Order on the Court

The game of what is now called “real tennis” was arguably the first modern sport to be played on a standardized court rather than in the messy topography of the real world. It was the first sport to require special shoes, and its baroque rules, written down in the sixteenth century, were codified alongside those of empire. It is still played on a court that mimics the architectural idiosyncrasies of some now-lost courtly ur-space, with sloping roofs and a formal gallery. In interviews, Mexican writer Álvaro Enrigue has described the establishment of the rules of tennis as a kind of ludic mapping, equivalent to other projects of New World cartography. A game of tennis—and a violent one—gives shape to Sudden Death, Enrigue’s eighth book, but only his second to appear in English, skillfully translated from Spanish by Natasha Wimmer. The book describes, among many other things, a duel-like game between the painter Michelangelo Merisi da Caravaggio and the Spanish poet Francisco de Quevedo. Their match, which probably never happened, is in any case an event of slight historical significance that comes to bear far greater symbolic weight.

Hypothermia, the first of Enrigue’s books to be translated into English, was not quite a novel but not quite not one either—a series of bizarre tales about exile, desire, faith, and displacement, told by an ironizing, disinterested narrator who resembled the author. Sudden Death is similarly fragmentary: composed of stories, quotations, and anecdotes, some set in the past and some contemporary, all held together by a tricky narrative presence that is both intimately conversational and curiously hard to pin down. It reads like a metafictional, freewheeling therapy session on the legacies of colonialism, imperial ambition, and modernity. It’s also a love story (Caravaggio has a gay lover, a mathematician who believes that “in terms of texture and pressure there was little difference between the cunt of a sheep and the ass of the greatest artist of all time”), and a story about the constraining nature of the rules of love.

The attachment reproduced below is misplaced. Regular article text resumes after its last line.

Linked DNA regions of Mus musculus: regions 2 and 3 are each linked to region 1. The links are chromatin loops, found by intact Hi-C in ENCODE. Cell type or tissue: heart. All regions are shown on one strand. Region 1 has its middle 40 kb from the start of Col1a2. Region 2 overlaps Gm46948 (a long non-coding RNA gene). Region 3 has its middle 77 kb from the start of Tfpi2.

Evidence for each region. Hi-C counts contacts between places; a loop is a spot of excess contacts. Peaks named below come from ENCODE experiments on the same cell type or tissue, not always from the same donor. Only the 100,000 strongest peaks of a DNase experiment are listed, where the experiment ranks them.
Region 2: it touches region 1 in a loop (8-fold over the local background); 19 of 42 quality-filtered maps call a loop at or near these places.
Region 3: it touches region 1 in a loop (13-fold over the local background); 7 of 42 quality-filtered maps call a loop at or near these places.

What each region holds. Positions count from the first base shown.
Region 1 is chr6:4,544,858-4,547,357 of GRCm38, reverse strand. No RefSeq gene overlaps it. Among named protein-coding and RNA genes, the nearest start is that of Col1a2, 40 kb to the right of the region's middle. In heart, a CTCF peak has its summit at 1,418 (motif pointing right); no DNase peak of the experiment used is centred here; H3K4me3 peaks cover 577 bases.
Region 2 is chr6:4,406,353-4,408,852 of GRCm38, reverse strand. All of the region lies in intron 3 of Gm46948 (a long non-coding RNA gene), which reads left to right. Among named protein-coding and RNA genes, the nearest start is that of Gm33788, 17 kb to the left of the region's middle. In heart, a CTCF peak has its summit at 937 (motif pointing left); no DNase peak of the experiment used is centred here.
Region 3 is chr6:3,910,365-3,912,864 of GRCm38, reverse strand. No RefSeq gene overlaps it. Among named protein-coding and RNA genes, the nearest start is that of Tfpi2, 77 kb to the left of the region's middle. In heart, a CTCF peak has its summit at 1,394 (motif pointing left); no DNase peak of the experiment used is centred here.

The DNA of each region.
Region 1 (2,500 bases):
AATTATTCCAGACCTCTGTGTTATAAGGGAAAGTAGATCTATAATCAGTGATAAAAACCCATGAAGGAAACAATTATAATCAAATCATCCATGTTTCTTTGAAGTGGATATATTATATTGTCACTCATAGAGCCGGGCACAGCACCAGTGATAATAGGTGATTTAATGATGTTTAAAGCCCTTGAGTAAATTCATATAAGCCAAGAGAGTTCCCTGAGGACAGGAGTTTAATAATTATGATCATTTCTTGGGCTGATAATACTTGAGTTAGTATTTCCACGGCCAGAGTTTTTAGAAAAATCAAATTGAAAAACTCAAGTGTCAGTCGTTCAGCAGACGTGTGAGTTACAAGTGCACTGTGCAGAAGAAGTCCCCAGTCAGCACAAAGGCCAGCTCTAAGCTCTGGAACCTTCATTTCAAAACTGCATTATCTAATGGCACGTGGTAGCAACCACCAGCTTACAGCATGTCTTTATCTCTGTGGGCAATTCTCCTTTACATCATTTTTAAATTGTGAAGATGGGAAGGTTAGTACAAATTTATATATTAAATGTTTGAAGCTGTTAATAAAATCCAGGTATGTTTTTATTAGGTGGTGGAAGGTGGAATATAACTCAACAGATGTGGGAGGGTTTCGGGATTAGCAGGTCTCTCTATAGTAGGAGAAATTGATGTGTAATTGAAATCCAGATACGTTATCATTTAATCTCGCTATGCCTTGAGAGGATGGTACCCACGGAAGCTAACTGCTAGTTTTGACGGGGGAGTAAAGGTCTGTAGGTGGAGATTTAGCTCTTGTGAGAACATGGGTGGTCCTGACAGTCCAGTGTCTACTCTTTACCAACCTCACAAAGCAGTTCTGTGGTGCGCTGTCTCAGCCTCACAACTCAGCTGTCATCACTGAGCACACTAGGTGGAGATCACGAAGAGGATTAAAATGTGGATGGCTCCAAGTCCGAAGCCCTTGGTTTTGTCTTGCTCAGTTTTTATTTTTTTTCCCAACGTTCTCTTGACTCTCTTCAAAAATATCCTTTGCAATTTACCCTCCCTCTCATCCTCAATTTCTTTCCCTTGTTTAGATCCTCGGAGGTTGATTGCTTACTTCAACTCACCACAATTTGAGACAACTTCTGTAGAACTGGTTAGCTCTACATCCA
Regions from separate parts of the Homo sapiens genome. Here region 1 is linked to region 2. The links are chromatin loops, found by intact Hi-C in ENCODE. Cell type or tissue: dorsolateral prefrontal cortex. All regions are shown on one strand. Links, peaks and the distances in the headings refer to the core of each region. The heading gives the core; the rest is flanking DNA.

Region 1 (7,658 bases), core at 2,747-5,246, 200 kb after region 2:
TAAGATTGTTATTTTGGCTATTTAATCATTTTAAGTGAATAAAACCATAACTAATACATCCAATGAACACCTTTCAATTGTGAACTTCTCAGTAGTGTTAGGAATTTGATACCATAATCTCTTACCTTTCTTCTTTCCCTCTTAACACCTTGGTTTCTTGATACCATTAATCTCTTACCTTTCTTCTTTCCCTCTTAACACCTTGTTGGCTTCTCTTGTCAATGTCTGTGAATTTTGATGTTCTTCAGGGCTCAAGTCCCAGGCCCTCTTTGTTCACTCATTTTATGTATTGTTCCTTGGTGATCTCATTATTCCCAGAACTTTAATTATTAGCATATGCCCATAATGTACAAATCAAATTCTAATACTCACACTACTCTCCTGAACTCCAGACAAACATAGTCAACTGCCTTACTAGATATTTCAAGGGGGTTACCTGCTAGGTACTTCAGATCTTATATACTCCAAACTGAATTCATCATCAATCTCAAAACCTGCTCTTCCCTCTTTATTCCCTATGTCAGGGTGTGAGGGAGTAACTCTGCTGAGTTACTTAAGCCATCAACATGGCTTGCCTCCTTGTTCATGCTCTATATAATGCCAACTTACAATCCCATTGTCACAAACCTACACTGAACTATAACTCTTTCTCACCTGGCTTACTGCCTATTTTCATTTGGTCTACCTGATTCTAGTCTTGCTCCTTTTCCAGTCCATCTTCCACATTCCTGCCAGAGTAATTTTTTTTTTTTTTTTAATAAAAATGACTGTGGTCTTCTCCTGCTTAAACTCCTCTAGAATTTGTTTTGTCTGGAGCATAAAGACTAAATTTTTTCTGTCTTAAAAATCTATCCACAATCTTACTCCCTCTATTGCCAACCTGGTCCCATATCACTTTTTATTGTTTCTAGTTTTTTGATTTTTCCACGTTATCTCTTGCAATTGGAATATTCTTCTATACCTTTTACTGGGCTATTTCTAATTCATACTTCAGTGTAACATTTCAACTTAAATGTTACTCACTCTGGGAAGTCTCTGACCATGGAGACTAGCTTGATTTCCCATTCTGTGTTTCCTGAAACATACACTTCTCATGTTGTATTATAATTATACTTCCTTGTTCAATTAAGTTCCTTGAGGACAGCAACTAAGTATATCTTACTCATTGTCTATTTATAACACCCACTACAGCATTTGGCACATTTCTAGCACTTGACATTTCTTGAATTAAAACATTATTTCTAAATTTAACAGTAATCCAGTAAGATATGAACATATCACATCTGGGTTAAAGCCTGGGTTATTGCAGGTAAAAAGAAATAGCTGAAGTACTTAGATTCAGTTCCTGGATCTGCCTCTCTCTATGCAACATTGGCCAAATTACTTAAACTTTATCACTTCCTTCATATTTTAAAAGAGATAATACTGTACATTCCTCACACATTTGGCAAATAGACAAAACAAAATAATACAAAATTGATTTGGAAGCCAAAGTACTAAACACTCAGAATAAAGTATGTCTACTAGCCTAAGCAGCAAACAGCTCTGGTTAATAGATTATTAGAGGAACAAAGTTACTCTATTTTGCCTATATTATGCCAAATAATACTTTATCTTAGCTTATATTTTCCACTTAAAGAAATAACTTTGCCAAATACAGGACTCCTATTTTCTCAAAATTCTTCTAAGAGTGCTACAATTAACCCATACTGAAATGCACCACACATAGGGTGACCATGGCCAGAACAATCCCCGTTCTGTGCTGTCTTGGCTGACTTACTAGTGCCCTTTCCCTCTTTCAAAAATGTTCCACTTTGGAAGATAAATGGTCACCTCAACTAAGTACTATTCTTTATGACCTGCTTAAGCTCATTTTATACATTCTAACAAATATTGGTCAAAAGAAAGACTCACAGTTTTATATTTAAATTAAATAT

One part of the narrative recounts Hernán Cortés’s horrific subjugation of the Aztecs before and during the siege of Tenochtitlán in 1521, and the fractured sense of national identity that emerged afterward. “We Mexicans aren’t descendants of the Mexicas,” the narrator of Sudden Death notes, “but of the nations that joined with Cortés to overthrow them. We’re a country whose name is the product of nostalgia and guilt.” According to this narrator, the conquest was the beginning of a process that culminated in Spain’s taking possession of the Philippines in 1565, at which point “the world at last became round as a tennis ball.” Empire is, after all, a way of shrinking the globe, imposing your own set of rules on it. “The tennis match,” Enrigue has said in a conversation with the novelist Teju Cole, “is just a synecdoche of the enormous, brutal confrontations that gave birth to the world we live in: Spain versus England, of course, but America versus Europe too.” As he has argued elsewhere, the period that spanned the late-sixteenth and early-seventeenth centuries “was when the rules were laid down for the game we’re still playing, when it became clear that the flow of objects and customs was truly global.”